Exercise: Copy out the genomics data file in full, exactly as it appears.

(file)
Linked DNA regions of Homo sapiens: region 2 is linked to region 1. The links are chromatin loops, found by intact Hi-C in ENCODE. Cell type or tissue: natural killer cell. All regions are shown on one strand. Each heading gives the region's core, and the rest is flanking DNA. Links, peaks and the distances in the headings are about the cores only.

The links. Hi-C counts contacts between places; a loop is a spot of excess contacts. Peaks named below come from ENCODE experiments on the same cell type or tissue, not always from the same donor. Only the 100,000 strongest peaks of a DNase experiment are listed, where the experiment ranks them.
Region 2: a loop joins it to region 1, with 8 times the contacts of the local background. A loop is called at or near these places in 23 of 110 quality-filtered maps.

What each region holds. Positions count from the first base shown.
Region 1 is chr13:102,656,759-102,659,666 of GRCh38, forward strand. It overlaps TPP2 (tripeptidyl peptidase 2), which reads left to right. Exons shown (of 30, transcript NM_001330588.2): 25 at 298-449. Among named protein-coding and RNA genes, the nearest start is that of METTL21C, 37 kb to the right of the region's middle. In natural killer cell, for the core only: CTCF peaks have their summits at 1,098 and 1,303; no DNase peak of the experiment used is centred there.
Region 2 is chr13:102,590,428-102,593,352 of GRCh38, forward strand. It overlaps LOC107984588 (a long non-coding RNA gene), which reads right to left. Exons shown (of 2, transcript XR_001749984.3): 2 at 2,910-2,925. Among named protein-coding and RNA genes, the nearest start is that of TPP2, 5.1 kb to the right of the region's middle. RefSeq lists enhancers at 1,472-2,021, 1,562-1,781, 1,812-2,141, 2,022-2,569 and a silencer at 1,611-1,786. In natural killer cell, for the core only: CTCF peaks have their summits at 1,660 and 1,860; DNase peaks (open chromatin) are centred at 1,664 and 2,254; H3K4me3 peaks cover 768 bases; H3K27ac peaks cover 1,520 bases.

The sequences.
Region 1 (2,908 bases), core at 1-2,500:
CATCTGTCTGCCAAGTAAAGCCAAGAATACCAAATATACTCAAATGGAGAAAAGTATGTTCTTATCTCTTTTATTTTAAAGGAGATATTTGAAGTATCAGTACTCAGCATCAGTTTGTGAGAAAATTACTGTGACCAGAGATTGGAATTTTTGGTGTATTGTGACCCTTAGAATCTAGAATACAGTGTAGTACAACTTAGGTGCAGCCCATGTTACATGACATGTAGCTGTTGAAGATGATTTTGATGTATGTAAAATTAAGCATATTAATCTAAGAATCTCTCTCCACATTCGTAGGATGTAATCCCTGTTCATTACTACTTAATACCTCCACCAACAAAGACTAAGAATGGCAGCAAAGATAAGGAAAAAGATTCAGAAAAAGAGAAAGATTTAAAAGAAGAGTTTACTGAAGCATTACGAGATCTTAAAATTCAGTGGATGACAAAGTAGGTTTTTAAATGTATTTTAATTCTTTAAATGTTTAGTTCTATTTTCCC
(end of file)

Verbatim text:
Linked DNA regions of Homo sapiens: region 2 is linked to region 1. The links are chromatin loops, found by intact Hi-C in ENCODE. Cell type or tissue: natural killer cell. All regions are shown on one strand. Each heading gives the region's core, and the rest is flanking DNA. Links, peaks and the distances in the headings are about the cores only.

The links. Hi-C counts contacts between places; a loop is a spot of excess contacts. Peaks named below come from ENCODE experiments on the same cell type or tissue, not always from the same donor. Only the 100,000 strongest peaks of a DNase experiment are listed, where the experiment ranks them.
Region 2: a loop joins it to region 1, with 8 times the contacts of the local background. A loop is called at or near these places in 23 of 110 quality-filtered maps.

What each region holds. Positions count from the first base shown.
Region 1 is chr13:102,656,759-102,659,666 of GRCh38, forward strand. It overlaps TPP2 (tripeptidyl peptidase 2), which reads left to right. Exons shown (of 30, transcript NM_001330588.2): 25 at 298-449. Among named protein-coding and RNA genes, the nearest start is that of METTL21C, 37 kb to the right of the region's middle. In natural killer cell, for the core only: CTCF peaks have their summits at 1,098 and 1,303; no DNase peak of the experiment used is centred there.
Region 2 is chr13:102,590,428-102,593,352 of GRCh38, forward strand. It overlaps LOC107984588 (a long non-coding RNA gene), which reads right to left. Exons shown (of 2, transcript XR_001749984.3): 2 at 2,910-2,925. Among named protein-coding and RNA genes, the nearest start is that of TPP2, 5.1 kb to the right of the region's middle. RefSeq lists enhancers at 1,472-2,021, 1,562-1,781, 1,812-2,141, 2,022-2,569 and a silencer at 1,611-1,786. In natural killer cell, for the core only: CTCF peaks have their summits at 1,660 and 1,860; DNase peaks (open chromatin) are centred at 1,664 and 2,254; H3K4me3 peaks cover 768 bases; H3K27ac peaks cover 1,520 bases.

The sequences.
Region 1 (2,908 bases), core at 1-2,500:
CATCTGTCTGCCAAGTAAAGCCAAGAATACCAAATATACTCAAATGGAGAAAAGTATGTTCTTATCTCTTTTATTTTAAAGGAGATATTTGAAGTATCAGTACTCAGCATCAGTTTGTGAGAAAATTACTGTGACCAGAGATTGGAATTTTTGGTGTATTGTGACCCTTAGAATCTAGAATACAGTGTAGTACAACTTAGGTGCAGCCCATGTTACATGACATGTAGCTGTTGAAGATGATTTTGATGTATGTAAAATTAAGCATATTAATCTAAGAATCTCTCTCCACATTCGTAGGATGTAATCCCTGTTCATTACTACTTAATACCTCCACCAACAAAGACTAAGAATGGCAGCAAAGATAAGGAAAAAGATTCAGAAAAAGAGAAAGATTTAAAAGAAGAGTTTACTGAAGCATTACGAGATCTTAAAATTCAGTGGATGACAAAGTAGGTTTTTAAATGTATTTTAATTCTTTAAATGTTTAGTTCTATTTTCCC